The lights go out for Foyle’s War shortly ending the 13-year run of one of Britain’s most popular television mystery series. The show about a DCS Christopher Foyle investigating murders in the south of England during World War 11 is apparently running out of gas now that the war’s over.
Foyle joins MI5 and transfers to London, but post-war isn’t cutting it for the creators. Michael Kitchen, who plays Foyle, and the show’s creator Anthony Horowitz director say they’ve run out of ideas, an inglorious ending to what has been a crowing jewel in British television. The good news is that Horowitz is writing the new James bond novel and a second Sherlock Holmes novel.
Even so, he recognises that “It feels a terrible wrench to say goodbye to characters I’ve lived with for more than fifteen years but the truth is that I’m not sure there are any more stories to tell and anyway it was always my intention to end on a high note and I think this year’s episodes are the very best we’ve done. I’m proud of what we’ve achieved with Foyle’s War and I’m very grateful to the audience that has stayed with us for so long. I’ve had a good war.”
The final series, inspired by real events, is set in London, 1946, finds Foyle in the thick of simmering international antagonisms that will lead to the Cold War. His stalwart assistant Sam (Honeysuckle Weeks) is by his side, pregnant but determined to do her best for as long as possible. Life in England following the war is tough, London’s flattening by Hitler’s bombs, there’s no money and the people have taken a deep psychological blow.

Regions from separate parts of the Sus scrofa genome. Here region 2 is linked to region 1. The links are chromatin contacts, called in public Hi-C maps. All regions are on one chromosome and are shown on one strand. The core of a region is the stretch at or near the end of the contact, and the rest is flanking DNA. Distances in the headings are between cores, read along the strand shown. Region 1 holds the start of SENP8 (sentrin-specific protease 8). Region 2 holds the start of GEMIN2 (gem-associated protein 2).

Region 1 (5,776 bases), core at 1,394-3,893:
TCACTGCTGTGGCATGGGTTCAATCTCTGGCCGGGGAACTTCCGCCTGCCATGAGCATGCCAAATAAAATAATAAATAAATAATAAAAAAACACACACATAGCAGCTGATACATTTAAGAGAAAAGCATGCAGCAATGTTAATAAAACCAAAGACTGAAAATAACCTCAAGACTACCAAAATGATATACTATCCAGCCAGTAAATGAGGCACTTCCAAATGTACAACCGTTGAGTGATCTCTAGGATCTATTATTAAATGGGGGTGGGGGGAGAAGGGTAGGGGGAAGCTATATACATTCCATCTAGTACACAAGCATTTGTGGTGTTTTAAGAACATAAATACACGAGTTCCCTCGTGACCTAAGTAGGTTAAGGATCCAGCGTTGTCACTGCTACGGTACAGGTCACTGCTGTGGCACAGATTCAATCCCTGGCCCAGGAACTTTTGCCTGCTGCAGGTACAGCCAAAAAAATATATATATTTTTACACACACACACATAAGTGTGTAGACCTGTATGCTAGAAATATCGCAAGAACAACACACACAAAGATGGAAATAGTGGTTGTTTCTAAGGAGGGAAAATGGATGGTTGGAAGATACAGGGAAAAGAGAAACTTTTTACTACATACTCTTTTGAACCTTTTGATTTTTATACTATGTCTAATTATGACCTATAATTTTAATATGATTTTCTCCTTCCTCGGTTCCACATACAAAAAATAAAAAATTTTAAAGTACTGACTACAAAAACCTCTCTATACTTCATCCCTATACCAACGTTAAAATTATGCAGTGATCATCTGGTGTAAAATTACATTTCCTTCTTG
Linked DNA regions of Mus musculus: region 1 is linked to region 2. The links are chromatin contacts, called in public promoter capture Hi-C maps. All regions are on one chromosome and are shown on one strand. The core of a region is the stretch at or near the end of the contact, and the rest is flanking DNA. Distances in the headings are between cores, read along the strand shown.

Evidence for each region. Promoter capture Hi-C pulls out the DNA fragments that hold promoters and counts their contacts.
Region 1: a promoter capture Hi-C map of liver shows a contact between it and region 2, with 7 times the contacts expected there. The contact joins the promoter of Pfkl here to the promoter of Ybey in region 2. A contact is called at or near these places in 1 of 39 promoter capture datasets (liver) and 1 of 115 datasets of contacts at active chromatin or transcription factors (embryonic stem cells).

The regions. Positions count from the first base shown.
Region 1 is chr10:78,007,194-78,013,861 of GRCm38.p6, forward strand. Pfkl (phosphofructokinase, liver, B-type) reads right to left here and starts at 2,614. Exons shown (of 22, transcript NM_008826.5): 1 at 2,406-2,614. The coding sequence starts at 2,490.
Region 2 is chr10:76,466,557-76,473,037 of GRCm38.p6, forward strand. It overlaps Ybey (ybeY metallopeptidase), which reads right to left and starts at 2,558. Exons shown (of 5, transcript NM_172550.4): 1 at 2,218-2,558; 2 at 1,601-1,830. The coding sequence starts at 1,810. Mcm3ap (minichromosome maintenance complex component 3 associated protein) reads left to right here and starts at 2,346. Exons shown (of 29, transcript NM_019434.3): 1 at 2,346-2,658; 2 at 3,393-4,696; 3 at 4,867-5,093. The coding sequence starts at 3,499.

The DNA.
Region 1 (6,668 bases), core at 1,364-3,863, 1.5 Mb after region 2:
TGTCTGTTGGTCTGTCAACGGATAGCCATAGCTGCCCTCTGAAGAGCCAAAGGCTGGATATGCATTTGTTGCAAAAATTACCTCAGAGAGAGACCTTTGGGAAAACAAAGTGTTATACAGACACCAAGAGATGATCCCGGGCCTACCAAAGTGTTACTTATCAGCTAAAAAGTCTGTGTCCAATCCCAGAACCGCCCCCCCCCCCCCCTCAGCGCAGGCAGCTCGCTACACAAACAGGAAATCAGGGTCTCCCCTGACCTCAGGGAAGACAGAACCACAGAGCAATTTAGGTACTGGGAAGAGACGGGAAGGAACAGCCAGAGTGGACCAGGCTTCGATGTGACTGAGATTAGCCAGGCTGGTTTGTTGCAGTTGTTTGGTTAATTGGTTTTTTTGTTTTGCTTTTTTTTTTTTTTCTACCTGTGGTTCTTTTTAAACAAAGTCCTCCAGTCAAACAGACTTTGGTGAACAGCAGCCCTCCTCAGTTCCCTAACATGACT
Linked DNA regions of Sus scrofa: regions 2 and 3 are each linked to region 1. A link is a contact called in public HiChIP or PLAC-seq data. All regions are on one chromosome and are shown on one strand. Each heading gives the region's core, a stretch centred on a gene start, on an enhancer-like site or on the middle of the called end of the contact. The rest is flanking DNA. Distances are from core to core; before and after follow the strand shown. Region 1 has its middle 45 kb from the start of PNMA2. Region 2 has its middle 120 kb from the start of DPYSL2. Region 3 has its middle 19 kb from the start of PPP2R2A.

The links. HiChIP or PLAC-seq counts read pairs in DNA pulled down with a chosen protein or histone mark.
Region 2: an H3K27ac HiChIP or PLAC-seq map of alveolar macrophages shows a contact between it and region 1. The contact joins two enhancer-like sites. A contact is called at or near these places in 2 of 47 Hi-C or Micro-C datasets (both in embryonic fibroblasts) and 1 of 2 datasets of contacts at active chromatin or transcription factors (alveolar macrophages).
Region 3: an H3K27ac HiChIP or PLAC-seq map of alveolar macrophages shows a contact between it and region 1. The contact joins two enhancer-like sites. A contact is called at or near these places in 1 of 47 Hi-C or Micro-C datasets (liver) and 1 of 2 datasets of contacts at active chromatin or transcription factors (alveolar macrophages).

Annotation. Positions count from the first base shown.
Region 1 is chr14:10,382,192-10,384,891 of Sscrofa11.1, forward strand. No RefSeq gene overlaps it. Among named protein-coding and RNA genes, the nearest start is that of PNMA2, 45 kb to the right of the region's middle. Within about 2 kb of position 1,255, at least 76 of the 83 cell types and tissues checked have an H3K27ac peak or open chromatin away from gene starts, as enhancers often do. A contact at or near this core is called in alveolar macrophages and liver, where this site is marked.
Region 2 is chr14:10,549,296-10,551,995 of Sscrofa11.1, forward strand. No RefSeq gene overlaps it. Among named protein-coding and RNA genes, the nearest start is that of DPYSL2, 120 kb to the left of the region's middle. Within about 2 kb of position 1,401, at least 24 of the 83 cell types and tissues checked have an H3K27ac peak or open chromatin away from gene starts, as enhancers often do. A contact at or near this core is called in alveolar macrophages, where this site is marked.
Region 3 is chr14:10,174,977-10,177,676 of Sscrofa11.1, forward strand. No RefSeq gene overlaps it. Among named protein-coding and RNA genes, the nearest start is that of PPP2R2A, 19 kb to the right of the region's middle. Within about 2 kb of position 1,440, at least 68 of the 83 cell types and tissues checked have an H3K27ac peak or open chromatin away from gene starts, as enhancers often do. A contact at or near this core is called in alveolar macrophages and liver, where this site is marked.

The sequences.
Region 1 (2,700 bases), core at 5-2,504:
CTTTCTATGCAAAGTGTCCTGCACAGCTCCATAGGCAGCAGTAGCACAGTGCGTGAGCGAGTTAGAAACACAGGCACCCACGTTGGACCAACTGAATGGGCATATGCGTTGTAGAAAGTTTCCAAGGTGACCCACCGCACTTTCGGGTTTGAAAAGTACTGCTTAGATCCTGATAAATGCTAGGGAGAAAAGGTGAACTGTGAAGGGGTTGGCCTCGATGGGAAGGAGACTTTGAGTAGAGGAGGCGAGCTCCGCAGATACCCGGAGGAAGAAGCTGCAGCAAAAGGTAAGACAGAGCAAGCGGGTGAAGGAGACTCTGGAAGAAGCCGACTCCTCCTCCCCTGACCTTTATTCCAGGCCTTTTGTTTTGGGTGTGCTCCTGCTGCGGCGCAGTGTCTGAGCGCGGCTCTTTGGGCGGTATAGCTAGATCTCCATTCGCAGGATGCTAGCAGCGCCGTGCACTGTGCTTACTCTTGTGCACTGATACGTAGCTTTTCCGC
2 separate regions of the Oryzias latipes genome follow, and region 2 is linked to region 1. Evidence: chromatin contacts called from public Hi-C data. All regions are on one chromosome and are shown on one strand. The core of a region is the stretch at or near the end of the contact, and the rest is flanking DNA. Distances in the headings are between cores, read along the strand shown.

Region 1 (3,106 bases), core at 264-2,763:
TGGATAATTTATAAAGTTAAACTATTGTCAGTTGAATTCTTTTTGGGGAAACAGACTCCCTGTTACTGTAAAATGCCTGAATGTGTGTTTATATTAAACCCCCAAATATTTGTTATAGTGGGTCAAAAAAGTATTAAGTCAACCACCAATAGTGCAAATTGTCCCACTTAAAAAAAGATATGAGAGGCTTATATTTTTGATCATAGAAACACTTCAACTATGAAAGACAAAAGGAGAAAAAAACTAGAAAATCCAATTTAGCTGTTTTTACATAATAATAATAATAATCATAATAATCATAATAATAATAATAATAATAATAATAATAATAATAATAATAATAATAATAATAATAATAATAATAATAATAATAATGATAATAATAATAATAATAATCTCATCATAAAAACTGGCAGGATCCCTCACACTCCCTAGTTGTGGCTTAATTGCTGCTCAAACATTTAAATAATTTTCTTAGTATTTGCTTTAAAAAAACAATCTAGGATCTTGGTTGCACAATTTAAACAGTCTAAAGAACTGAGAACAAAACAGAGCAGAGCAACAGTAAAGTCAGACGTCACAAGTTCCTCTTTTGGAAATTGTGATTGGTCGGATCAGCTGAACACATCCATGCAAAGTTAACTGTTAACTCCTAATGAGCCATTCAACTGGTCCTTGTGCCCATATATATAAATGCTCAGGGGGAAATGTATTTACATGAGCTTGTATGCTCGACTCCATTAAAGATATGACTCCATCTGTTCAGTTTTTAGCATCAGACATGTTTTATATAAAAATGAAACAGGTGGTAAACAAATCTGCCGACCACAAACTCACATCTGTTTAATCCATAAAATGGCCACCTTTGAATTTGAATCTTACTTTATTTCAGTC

Despite Horowitz’ concerns, there is plenty to chew on post-war. Foyle is called upon to investigate the murder if a Nuremberg Trials translator which is tied to international oil interests and Nazi businessmen. A young man is brutally attacked during the national debate on the founding of a Jewish state within Palestine, as the spectre of anti-Semitism grows. An assassination attempts on Hilda Pierce’s could be tied into the deaths of SOE agents in Europe.
The new shows begin this month, February 2nd (High Castle), February 9th (Trespass), and February 16th (Elise). All eight seasons will be available on Acorn TV to watch online anytime, and the final season will be available on DVD in April.
Public television will begin broadcasting the shows in May.
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